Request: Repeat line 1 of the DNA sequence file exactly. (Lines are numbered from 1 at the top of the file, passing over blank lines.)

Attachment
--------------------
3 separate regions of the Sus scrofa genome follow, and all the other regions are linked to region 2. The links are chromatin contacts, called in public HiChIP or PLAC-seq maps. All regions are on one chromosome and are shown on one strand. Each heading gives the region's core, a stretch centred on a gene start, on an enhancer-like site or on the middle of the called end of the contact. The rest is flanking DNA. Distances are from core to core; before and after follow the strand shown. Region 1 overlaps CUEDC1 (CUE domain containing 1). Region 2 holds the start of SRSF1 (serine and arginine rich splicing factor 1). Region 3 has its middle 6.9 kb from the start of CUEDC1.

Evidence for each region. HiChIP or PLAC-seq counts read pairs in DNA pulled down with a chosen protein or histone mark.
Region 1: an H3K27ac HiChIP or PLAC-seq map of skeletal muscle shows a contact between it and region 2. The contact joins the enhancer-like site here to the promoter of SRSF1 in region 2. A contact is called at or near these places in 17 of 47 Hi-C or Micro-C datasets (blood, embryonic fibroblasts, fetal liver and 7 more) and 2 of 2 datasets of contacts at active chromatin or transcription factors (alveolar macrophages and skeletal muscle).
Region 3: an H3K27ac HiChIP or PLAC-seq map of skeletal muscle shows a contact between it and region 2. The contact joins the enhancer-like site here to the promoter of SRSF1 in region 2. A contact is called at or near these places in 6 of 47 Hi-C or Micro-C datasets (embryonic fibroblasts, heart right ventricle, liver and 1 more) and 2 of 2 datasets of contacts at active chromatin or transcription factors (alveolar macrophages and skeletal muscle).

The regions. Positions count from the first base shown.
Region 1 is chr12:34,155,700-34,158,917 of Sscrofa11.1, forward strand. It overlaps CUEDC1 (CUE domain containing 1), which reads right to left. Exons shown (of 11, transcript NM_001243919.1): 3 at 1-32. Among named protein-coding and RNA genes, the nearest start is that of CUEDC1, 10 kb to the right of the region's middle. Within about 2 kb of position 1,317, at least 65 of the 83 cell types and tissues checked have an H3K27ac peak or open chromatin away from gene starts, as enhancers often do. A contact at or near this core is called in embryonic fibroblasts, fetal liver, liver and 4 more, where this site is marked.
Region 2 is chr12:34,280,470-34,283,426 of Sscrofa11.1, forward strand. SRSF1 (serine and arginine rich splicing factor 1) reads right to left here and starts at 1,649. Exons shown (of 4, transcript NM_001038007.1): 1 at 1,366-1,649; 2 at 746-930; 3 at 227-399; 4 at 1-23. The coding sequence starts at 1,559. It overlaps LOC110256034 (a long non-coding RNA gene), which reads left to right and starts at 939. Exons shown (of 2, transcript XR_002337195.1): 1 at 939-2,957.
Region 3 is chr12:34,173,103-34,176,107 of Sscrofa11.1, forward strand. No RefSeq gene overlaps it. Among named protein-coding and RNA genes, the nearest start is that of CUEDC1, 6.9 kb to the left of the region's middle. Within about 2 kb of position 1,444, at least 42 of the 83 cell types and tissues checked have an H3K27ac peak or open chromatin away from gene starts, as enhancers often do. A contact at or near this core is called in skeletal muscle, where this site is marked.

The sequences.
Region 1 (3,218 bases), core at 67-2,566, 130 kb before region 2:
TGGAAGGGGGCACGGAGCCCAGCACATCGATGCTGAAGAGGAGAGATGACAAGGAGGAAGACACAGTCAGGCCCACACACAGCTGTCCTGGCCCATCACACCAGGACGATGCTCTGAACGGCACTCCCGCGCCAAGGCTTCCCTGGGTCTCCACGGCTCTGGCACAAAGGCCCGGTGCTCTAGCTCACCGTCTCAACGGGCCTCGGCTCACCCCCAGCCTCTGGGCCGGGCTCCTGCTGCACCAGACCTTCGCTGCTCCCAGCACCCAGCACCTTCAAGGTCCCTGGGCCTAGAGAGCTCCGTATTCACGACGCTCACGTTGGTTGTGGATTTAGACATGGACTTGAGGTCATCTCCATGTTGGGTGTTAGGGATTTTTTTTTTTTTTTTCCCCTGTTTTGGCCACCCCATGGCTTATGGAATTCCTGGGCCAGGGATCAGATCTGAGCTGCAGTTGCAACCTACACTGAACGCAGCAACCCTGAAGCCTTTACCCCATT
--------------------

3 separate regions of the Sus scrofa genome follow, and all the other regions are linked to region 2. The links are chromatin contacts, called in public HiChIP or PLAC-seq maps. All regions are on one chromosome and are shown on one strand. Each heading gives the region's core, a stretch centred on a gene start, on an enhancer-like site or on the middle of the called end of the contact. The rest is flanking DNA. Distances are from core to core; before and after follow the strand shown. Region 1 overlaps CUEDC1 (CUE domain containing 1). Region 2 holds the start of SRSF1 (serine and arginine rich splicing factor 1). Region 3 has its middle 6.9 kb from the start of CUEDC1.